Re-Organise – Governance

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First published in London, 2022 by Dog Section Press Printed by Calverts Ltd., a worker-owned cooperative

ISSN 2753-5452-02

Published under Creative Commons Attribution-NonCommercial 4.0 International Public Licence

Graphic design by Matt Bonner –

Title page illustration includes a worker from La Conquête du Pain anarchist bakery in Paris, France.

Conversations in this booklet feature Mikhail Bakunin, Errico Malatesta, Louise Michel and Lucy Parsons.

Dog Section Press logo by Want Some Studio


Re-Organise is a project aimed at promoting alternative ways of organising. Organising differently means critically examining the habits, norms, expectations, and demands of the mainstream ways of doing business and proactively exploring and experimenting with new ones.

Re-Organise is developed by the Loughborough University Cooperative Organisation Development Programme (LUCOOP), which brought together academics and cooperative development bodies to produce this and the other booklets in the series.

This is one small piece of a much larger struggle to help us re-organise not just our organisations, but how we live together as a society.

To get updates from Re-Organise and to join the conversation about how this booklet is being used, sign up to our newsletter at:



In this booklet, we’ll be taking a whistle-stop tour through some of the key organisational issues that alternative organisations – such as cooperatives and other collectively owned businesses – face. In a world of increasing environmental destruction and social injustice, more and more organisations and businesses are trying to make their services and products as ethical as possible. There are many ways to do this, and different degrees to which claims to being ethical might be deemed legitimate. The focus of this booklet, like the others in the series, is not so much on what organisations do, but on how they do it. Regardless of what businesses make or provide, then, we need to ask about their internal practices and structures if we really want to challenge business-as-usual.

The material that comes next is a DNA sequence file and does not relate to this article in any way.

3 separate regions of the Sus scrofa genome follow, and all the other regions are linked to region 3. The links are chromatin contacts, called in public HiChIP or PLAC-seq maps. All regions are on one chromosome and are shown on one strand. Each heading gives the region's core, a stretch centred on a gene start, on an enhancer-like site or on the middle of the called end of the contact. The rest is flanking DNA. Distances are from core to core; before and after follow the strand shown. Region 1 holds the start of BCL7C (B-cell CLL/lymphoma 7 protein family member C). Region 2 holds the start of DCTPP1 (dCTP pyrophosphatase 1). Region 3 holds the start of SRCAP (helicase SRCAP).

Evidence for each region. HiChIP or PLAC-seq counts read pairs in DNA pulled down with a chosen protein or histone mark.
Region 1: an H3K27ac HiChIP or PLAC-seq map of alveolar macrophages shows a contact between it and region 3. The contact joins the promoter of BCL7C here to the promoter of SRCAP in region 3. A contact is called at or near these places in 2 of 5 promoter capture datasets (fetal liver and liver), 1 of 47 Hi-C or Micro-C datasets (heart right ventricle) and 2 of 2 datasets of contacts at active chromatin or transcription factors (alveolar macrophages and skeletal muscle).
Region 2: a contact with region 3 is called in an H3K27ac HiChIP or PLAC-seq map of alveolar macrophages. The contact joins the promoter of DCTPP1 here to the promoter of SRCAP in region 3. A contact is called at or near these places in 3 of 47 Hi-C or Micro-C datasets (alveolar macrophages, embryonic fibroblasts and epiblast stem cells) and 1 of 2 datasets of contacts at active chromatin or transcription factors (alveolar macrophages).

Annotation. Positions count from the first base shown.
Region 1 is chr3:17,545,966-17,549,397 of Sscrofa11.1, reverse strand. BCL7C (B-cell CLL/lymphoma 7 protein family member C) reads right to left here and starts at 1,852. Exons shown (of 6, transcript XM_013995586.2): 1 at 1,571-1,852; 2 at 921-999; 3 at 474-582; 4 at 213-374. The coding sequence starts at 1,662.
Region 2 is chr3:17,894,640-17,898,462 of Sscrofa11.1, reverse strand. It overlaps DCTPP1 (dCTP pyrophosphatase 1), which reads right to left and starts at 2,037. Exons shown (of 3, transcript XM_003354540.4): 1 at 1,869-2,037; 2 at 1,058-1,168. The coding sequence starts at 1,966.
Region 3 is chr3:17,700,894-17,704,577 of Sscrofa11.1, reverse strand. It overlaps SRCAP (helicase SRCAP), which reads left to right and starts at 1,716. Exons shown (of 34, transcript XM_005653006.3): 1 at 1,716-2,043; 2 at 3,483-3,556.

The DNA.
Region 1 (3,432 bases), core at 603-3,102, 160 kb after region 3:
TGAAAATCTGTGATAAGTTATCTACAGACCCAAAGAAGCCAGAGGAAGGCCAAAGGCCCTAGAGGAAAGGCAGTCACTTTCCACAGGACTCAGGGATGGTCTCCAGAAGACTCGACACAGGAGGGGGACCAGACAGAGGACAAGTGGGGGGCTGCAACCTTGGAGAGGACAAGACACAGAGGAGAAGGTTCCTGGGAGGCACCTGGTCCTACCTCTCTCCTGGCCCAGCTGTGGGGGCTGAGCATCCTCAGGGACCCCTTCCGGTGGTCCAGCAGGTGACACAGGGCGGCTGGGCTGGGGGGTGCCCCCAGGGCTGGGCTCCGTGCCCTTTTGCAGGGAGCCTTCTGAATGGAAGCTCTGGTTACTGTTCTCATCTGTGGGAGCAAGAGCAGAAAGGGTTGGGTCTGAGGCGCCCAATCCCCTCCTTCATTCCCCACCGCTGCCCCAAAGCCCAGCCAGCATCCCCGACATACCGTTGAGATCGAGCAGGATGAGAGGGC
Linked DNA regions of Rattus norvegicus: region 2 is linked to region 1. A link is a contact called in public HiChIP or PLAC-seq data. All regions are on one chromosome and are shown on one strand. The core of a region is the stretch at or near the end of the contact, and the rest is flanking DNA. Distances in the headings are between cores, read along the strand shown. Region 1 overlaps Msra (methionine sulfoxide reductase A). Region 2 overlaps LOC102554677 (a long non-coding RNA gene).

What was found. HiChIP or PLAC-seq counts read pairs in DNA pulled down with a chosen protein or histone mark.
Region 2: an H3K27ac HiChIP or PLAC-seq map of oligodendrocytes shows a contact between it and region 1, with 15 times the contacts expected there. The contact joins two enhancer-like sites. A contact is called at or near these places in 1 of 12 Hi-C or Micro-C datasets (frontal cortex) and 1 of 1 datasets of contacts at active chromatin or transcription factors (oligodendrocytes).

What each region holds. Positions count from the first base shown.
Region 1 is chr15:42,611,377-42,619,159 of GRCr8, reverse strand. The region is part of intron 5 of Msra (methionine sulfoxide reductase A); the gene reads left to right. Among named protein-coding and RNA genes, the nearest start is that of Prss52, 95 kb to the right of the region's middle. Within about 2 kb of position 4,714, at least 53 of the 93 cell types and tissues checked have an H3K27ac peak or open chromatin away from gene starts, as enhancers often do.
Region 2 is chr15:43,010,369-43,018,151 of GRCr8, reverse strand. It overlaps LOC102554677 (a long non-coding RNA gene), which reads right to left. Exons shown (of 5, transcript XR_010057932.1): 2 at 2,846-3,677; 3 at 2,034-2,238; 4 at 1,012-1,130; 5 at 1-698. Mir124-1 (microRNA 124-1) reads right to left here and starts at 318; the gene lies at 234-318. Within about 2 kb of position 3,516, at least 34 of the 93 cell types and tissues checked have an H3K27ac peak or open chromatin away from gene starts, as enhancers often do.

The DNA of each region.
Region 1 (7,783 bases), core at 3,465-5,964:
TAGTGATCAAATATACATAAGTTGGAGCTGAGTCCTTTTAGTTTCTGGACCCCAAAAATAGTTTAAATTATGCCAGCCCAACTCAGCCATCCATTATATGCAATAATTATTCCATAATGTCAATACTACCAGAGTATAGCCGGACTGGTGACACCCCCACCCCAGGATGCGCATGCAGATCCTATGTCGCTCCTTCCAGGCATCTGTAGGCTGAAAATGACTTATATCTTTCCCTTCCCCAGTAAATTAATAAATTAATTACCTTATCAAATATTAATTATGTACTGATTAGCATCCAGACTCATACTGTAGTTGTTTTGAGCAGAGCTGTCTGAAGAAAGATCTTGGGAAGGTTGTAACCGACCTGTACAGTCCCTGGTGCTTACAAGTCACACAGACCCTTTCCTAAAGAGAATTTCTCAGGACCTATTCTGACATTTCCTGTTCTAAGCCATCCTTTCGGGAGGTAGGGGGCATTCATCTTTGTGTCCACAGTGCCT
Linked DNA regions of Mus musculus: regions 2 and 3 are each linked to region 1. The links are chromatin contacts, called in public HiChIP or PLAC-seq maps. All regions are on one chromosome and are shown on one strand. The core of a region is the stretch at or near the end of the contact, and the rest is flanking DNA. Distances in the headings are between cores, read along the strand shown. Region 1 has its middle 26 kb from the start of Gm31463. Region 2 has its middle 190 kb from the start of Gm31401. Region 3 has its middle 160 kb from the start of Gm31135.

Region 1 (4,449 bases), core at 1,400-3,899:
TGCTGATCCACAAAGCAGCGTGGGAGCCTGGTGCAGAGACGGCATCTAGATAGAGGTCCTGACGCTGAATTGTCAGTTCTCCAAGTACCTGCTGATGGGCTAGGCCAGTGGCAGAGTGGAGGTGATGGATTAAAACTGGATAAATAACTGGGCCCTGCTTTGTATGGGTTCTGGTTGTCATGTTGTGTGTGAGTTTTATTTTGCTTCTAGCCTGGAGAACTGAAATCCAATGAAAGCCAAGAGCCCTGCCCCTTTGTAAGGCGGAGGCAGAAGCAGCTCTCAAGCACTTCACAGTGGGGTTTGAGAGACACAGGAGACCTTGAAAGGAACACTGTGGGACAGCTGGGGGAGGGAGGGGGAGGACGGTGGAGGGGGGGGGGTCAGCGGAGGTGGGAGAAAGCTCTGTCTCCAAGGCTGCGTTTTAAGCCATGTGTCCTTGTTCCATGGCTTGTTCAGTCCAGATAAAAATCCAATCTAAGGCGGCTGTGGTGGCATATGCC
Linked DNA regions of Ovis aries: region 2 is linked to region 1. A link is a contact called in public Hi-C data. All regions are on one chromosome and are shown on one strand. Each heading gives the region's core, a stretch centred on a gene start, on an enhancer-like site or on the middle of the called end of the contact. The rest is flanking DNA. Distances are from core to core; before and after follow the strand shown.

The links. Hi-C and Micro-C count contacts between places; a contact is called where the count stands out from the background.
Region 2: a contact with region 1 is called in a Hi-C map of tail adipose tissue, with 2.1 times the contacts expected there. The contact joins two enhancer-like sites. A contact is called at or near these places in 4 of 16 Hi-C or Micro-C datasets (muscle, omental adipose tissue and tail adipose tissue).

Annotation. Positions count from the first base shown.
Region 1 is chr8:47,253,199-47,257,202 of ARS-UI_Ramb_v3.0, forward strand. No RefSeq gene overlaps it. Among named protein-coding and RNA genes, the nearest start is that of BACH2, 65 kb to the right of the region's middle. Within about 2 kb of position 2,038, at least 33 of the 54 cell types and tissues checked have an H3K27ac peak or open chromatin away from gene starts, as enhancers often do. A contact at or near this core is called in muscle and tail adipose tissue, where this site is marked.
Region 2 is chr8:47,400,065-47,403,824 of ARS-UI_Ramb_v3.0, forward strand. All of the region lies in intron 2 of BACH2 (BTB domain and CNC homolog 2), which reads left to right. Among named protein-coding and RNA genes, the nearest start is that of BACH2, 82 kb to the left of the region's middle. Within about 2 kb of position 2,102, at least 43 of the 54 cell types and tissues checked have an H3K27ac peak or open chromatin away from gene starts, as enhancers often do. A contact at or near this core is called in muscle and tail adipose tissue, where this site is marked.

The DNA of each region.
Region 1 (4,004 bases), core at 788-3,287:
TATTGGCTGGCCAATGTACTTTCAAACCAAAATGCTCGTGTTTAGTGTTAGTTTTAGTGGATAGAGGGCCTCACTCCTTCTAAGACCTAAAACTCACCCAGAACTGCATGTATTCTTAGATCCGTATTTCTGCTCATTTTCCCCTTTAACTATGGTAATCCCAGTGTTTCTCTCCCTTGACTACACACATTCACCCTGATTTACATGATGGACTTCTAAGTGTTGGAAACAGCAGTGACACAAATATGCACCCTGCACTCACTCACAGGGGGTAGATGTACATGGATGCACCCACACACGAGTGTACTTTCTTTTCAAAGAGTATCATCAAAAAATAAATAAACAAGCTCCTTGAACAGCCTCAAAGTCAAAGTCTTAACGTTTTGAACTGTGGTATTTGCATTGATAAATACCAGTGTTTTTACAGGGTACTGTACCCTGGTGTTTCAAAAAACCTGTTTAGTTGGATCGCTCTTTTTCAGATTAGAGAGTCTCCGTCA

Big structural differences – between a worker-owned cooperative and a profit-driven private company, for example – are only the most obvious and visible part of doing things differently. Underpinning those big differences are an infinite number of daily practices – norms, behaviours, policies, rules, etc. – that can make the real difference.


Operating within a capitalist world, alternative organisations are forced to follow a host of legal and administrative procedures that are designed, deliberately or otherwise, for a certain type of business. As well as the formal demands placed on businesses by this environment, there is also a strong cultural backdrop to all of this, premised on hierarchy and competition. This backdrop influences how we think workplaces and the work that goes on in them should be organised and can, unintentionally, be replicated in our practices. From legal structures to the language we use, the world is tailored towards the capitalist firm, and anyone trying to do things differently will need to consider how, when, and where there are opportunities to tweak, flip, or even ignore the system.